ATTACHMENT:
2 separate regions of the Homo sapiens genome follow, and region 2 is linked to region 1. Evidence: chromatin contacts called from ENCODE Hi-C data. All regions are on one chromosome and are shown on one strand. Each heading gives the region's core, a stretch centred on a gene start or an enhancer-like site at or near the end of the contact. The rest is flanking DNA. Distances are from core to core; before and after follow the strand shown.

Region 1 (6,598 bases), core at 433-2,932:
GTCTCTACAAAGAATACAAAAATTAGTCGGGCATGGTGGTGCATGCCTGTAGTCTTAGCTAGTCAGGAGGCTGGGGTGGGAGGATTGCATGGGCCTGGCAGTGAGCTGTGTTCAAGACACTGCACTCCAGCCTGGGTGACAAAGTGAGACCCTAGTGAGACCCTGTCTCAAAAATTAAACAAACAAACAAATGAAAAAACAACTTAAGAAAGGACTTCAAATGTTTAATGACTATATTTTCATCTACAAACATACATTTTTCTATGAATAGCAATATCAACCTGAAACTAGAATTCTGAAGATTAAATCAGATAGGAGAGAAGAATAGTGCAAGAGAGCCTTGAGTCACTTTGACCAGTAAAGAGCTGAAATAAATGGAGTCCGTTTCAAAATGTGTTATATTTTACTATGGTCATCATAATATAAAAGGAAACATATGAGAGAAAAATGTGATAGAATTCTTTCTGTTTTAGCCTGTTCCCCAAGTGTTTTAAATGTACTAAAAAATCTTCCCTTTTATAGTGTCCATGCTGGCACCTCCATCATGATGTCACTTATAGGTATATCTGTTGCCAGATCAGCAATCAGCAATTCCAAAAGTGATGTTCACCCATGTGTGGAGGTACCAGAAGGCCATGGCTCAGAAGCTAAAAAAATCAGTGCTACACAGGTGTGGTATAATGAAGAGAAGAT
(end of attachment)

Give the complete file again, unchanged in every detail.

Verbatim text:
2 separate regions of the Homo sapiens genome follow, and region 2 is linked to region 1. Evidence: chromatin contacts called from ENCODE Hi-C data. All regions are on one chromosome and are shown on one strand. Each heading gives the region's core, a stretch centred on a gene start or an enhancer-like site at or near the end of the contact. The rest is flanking DNA. Distances are from core to core; before and after follow the strand shown.

Region 1 (6,598 bases), core at 433-2,932:
GTCTCTACAAAGAATACAAAAATTAGTCGGGCATGGTGGTGCATGCCTGTAGTCTTAGCTAGTCAGGAGGCTGGGGTGGGAGGATTGCATGGGCCTGGCAGTGAGCTGTGTTCAAGACACTGCACTCCAGCCTGGGTGACAAAGTGAGACCCTAGTGAGACCCTGTCTCAAAAATTAAACAAACAAACAAATGAAAAAACAACTTAAGAAAGGACTTCAAATGTTTAATGACTATATTTTCATCTACAAACATACATTTTTCTATGAATAGCAATATCAACCTGAAACTAGAATTCTGAAGATTAAATCAGATAGGAGAGAAGAATAGTGCAAGAGAGCCTTGAGTCACTTTGACCAGTAAAGAGCTGAAATAAATGGAGTCCGTTTCAAAATGTGTTATATTTTACTATGGTCATCATAATATAAAAGGAAACATATGAGAGAAAAATGTGATAGAATTCTTTCTGTTTTAGCCTGTTCCCCAAGTGTTTTAAATGTACTAAAAAATCTTCCCTTTTATAGTGTCCATGCTGGCACCTCCATCATGATGTCACTTATAGGTATATCTGTTGCCAGATCAGCAATCAGCAATTCCAAAAGTGATGTTCACCCATGTGTGGAGGTACCAGAAGGCCATGGCTCAGAAGCTAAAAAAATCAGTGCTACACAGGTGTGGTATAATGAAGAGAAGAT